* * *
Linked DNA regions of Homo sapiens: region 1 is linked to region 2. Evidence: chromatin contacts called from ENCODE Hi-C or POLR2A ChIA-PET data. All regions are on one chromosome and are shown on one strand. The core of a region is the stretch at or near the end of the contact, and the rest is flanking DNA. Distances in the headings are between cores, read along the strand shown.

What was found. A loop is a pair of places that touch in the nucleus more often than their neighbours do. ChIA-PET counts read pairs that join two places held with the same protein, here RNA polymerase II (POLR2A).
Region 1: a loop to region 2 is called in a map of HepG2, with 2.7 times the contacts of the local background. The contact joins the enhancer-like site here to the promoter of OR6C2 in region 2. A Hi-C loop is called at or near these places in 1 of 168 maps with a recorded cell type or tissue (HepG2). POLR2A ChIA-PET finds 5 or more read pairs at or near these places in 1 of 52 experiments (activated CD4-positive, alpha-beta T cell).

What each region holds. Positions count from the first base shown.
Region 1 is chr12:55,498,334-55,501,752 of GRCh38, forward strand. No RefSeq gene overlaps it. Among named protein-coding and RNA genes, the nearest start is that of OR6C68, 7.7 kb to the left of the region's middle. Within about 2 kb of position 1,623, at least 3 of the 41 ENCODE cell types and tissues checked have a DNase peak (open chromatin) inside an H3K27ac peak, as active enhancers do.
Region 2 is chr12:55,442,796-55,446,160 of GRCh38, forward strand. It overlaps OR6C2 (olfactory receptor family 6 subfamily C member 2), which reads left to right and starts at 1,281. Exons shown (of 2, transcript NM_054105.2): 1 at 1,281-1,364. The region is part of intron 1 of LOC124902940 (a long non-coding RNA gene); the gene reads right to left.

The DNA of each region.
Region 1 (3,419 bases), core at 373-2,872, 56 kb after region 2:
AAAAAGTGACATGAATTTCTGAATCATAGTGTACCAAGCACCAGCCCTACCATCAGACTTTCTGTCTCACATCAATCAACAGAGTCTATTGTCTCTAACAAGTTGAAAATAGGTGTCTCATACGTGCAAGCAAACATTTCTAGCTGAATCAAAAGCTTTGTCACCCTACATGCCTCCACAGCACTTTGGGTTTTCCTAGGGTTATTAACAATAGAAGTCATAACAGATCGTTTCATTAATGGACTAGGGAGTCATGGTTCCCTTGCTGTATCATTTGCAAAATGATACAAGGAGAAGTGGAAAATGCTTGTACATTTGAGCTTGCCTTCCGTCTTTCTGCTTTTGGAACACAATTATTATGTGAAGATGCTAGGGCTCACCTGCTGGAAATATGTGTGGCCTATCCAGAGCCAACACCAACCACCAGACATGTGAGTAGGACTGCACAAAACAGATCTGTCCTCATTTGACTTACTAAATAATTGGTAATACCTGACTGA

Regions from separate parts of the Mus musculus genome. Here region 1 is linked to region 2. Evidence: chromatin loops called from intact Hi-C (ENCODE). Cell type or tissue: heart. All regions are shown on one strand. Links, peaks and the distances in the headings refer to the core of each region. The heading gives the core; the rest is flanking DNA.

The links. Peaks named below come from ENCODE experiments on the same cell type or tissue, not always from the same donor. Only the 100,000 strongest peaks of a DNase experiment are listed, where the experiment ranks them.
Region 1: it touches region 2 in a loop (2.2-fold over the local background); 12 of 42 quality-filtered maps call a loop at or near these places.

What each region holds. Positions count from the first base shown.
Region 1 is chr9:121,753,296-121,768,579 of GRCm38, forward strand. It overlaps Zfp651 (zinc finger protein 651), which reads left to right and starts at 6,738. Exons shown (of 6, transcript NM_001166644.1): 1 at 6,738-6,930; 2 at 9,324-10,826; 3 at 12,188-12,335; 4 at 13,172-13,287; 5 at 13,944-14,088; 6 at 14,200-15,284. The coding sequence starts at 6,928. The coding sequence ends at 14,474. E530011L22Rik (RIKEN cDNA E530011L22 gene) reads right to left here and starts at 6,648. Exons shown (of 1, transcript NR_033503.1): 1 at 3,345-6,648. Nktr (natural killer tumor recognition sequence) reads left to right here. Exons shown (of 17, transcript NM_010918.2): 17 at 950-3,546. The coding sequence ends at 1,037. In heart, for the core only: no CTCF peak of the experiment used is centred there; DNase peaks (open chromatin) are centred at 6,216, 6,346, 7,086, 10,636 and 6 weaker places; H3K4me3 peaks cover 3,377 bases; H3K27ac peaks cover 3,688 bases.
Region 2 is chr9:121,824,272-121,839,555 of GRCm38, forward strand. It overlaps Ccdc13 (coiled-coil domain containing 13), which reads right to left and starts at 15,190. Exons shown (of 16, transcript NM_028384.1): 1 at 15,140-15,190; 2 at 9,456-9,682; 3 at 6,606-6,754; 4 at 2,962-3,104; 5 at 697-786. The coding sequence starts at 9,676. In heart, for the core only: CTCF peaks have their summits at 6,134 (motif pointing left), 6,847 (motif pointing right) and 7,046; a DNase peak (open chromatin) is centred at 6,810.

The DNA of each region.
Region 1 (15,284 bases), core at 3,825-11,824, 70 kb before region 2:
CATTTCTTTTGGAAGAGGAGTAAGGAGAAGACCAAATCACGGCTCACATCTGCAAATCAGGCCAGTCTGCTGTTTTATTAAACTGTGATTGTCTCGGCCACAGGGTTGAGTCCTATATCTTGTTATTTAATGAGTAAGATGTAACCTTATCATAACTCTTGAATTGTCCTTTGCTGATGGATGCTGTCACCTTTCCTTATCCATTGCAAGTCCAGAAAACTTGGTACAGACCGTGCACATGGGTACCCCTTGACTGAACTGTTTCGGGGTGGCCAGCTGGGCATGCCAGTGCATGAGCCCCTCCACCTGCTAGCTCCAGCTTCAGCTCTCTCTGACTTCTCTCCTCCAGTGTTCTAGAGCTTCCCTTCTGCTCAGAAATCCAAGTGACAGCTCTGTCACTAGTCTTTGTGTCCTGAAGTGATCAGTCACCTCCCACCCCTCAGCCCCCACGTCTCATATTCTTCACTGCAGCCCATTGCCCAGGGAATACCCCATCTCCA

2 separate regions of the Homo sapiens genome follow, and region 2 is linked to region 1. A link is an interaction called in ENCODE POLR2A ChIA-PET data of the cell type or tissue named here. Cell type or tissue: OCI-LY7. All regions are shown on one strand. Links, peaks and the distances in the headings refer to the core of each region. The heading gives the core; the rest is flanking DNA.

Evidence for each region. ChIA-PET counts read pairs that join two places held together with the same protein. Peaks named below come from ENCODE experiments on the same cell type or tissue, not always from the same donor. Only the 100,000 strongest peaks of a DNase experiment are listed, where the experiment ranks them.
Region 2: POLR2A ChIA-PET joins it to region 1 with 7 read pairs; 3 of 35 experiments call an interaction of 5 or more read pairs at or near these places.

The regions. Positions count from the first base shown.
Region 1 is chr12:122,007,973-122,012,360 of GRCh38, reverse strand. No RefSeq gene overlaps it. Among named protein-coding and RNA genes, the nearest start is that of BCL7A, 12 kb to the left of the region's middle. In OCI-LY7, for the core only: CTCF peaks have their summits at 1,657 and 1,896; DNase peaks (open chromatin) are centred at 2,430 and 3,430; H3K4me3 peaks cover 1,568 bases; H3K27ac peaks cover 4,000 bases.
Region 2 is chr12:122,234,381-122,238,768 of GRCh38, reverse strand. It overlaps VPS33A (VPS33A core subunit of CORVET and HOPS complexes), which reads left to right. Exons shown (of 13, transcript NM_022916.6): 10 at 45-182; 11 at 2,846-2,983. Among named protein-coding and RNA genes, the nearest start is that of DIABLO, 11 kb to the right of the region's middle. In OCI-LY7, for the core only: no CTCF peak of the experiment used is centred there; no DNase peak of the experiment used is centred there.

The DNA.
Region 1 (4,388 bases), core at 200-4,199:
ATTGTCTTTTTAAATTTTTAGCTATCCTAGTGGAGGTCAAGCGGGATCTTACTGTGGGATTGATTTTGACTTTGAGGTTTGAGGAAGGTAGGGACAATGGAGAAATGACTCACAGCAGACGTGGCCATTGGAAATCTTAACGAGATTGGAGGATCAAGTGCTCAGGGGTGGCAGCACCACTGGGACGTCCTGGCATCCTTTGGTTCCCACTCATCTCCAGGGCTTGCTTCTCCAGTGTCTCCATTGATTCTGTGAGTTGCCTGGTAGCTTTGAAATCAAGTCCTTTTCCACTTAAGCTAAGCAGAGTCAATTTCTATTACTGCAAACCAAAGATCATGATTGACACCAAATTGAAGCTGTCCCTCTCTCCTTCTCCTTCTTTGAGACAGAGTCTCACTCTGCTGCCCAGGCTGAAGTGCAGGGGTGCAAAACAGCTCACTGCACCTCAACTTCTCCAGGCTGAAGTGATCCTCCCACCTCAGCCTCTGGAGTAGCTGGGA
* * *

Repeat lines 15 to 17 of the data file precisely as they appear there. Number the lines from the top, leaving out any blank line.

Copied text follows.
Region 2 is chr9:121,824,272-121,839,555 of GRCm38, forward strand. It overlaps Ccdc13 (coiled-coil domain containing 13), which reads right to left and starts at 15,190. Exons shown (of 16, transcript NM_028384.1): 1 at 15,140-15,190; 2 at 9,456-9,682; 3 at 6,606-6,754; 4 at 2,962-3,104; 5 at 697-786. The coding sequence starts at 9,676. In heart, for the core only: CTCF peaks have their summits at 6,134 (motif pointing left), 6,847 (motif pointing right) and 7,046; a DNase peak (open chromatin) is centred at 6,810.

The DNA of each region.
Region 1 (15,284 bases), core at 3,825-11,824, 70 kb before region 2: